Excerpt from Newsweek columnist Anna Quindlen. For the complete article go to http://www.msnbc.msn.com/id/10116331/site/newsweek/.
"Unfortunately, the current fashionable fixes for education take a page directly from the business playbook, and it's a terrible fit. Instead of simply acknowledging that starting salaries are woefully low and committing to increasing them and finding the money for reasonable recurring raises, politicians have wasted decades obsessing about something called merit pay. It's a concept that works fine if you're making widgets, but kids aren't widgets, and good teaching isn't an assembly line….The point about tying teaching salaries to widget standards is that it's hard to figure out a useful way to measure the merit of what a really good teacher does….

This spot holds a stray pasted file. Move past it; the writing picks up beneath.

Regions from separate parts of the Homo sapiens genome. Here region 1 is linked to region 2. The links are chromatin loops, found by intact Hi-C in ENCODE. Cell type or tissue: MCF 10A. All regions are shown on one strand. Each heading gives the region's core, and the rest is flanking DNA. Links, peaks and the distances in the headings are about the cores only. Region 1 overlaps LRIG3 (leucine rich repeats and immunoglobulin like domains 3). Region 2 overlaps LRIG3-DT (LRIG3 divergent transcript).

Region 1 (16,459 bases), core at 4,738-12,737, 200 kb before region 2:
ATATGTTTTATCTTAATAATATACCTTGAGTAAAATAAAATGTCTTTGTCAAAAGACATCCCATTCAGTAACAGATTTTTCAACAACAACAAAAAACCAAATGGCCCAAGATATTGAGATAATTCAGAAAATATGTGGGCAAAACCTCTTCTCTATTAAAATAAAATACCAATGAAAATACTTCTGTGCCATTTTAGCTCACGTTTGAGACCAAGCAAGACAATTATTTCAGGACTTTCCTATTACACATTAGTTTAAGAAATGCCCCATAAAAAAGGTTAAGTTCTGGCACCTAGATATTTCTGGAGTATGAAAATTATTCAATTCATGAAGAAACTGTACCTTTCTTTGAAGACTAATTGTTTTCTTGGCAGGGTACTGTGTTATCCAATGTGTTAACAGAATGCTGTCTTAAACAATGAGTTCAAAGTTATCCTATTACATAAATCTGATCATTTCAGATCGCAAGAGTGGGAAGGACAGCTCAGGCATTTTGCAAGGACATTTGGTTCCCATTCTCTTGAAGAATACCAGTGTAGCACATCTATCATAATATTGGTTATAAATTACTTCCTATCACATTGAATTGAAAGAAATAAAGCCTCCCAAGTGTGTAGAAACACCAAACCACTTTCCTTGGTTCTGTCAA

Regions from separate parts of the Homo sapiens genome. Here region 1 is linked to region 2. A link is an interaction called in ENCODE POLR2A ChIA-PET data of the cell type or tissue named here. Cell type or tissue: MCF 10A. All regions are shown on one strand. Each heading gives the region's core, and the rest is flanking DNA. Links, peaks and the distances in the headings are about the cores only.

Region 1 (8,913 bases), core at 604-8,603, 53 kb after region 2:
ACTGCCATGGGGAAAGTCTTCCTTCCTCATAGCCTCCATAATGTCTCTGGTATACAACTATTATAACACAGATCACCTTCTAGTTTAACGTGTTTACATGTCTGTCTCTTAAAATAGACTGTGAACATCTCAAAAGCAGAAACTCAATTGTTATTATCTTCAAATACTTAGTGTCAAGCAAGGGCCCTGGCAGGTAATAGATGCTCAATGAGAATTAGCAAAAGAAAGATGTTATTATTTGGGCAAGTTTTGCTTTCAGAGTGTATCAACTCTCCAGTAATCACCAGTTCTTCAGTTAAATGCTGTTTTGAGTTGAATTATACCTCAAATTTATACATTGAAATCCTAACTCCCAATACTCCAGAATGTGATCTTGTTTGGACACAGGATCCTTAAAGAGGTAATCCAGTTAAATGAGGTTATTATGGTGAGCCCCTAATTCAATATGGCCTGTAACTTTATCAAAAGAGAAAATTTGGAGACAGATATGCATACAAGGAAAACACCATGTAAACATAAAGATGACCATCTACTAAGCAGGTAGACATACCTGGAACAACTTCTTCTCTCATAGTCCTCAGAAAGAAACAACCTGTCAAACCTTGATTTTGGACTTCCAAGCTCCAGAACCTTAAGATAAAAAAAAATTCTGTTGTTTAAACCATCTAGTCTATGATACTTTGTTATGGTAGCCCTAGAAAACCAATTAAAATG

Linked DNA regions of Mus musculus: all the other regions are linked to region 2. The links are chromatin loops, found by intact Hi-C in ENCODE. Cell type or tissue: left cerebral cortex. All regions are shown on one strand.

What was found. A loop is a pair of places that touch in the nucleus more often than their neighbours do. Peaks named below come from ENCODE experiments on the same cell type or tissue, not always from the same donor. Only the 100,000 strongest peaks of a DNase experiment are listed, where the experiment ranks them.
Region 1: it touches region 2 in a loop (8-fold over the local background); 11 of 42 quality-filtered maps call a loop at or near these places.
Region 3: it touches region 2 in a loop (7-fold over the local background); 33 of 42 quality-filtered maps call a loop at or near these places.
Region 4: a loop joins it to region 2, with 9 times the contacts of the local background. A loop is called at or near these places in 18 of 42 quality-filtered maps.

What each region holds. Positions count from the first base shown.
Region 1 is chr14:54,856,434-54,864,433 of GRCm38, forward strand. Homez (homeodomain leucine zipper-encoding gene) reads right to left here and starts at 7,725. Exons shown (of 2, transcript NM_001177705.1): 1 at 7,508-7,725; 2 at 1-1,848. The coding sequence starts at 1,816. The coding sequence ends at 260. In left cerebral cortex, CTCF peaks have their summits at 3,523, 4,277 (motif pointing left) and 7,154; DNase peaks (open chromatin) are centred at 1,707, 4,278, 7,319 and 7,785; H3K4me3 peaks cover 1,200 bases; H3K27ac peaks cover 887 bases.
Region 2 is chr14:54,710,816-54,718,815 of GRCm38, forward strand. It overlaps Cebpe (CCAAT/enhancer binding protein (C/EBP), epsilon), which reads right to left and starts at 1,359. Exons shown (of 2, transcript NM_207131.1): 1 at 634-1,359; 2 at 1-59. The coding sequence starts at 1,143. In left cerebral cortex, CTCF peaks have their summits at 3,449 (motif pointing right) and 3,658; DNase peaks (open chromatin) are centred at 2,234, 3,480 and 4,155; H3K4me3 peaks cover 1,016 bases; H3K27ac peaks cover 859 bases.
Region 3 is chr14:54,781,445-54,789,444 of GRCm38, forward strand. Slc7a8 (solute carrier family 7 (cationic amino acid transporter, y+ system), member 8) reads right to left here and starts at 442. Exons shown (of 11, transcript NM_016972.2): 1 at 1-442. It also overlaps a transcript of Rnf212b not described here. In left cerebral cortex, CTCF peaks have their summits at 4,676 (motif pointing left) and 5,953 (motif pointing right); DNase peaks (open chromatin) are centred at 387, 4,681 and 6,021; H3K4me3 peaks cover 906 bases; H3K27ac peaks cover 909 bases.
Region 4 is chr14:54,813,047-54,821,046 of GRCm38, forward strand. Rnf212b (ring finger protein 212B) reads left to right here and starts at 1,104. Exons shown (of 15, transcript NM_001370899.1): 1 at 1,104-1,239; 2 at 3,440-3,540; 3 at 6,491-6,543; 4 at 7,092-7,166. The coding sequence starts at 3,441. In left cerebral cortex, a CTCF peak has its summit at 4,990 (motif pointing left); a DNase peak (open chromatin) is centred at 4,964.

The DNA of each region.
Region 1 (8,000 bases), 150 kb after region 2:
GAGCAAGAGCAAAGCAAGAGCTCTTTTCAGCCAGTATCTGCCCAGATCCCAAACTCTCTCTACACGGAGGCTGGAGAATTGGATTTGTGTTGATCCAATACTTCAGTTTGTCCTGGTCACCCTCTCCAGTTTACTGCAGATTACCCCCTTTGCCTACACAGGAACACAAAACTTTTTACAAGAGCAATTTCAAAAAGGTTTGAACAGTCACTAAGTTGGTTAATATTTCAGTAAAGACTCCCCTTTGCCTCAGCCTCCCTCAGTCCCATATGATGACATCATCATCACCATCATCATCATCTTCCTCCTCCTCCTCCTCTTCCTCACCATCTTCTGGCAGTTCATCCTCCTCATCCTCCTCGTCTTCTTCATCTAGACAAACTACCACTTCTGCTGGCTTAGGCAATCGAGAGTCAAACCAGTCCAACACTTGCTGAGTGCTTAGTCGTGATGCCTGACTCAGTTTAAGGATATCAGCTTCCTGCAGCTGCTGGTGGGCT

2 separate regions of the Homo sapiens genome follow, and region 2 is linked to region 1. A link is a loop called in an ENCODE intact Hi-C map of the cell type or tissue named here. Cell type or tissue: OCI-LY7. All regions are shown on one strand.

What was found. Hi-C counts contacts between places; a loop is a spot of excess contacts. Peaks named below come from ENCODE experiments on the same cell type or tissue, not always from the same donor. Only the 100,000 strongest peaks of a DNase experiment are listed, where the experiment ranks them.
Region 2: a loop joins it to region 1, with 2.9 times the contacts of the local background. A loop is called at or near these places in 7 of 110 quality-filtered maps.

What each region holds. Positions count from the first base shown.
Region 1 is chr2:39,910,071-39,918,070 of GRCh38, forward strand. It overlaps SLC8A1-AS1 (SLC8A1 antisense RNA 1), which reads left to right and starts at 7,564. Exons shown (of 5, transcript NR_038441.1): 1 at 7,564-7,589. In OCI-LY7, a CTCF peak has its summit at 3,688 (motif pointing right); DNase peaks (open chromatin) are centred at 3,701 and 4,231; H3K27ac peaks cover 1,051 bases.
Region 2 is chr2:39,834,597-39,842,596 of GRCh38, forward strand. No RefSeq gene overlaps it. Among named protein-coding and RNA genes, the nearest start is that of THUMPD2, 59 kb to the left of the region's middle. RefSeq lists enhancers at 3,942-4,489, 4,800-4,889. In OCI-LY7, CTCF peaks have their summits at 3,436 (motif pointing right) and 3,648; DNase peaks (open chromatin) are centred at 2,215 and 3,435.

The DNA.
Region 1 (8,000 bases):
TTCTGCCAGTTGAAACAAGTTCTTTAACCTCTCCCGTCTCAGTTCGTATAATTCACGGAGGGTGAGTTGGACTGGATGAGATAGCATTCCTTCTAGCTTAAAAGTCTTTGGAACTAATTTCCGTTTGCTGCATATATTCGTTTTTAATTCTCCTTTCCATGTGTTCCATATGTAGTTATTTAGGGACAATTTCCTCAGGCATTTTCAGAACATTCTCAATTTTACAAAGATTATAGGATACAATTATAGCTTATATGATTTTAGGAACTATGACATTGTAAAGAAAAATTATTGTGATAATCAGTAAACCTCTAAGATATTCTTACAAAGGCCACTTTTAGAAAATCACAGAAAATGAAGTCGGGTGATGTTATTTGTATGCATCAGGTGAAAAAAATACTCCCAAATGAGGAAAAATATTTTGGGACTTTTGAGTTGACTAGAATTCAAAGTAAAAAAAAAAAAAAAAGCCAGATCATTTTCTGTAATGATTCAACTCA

Tying raises to pass rates is a flagrant invitation to inflate student achievement. Tying them to standardized tests makes rote regurgitation the centerpiece of schools. Both are blind to the merit of teachers who shoulder the challenging work of educating those less able, more troubled, from homes where there are no pencils, no books, even no parents. A teacher whose Advanced Placement class sends everyone on to top-tier colleges; a teacher whose remedial-reading class finally gets through to some, but not all, of a student group that is failing. There is merit in both. "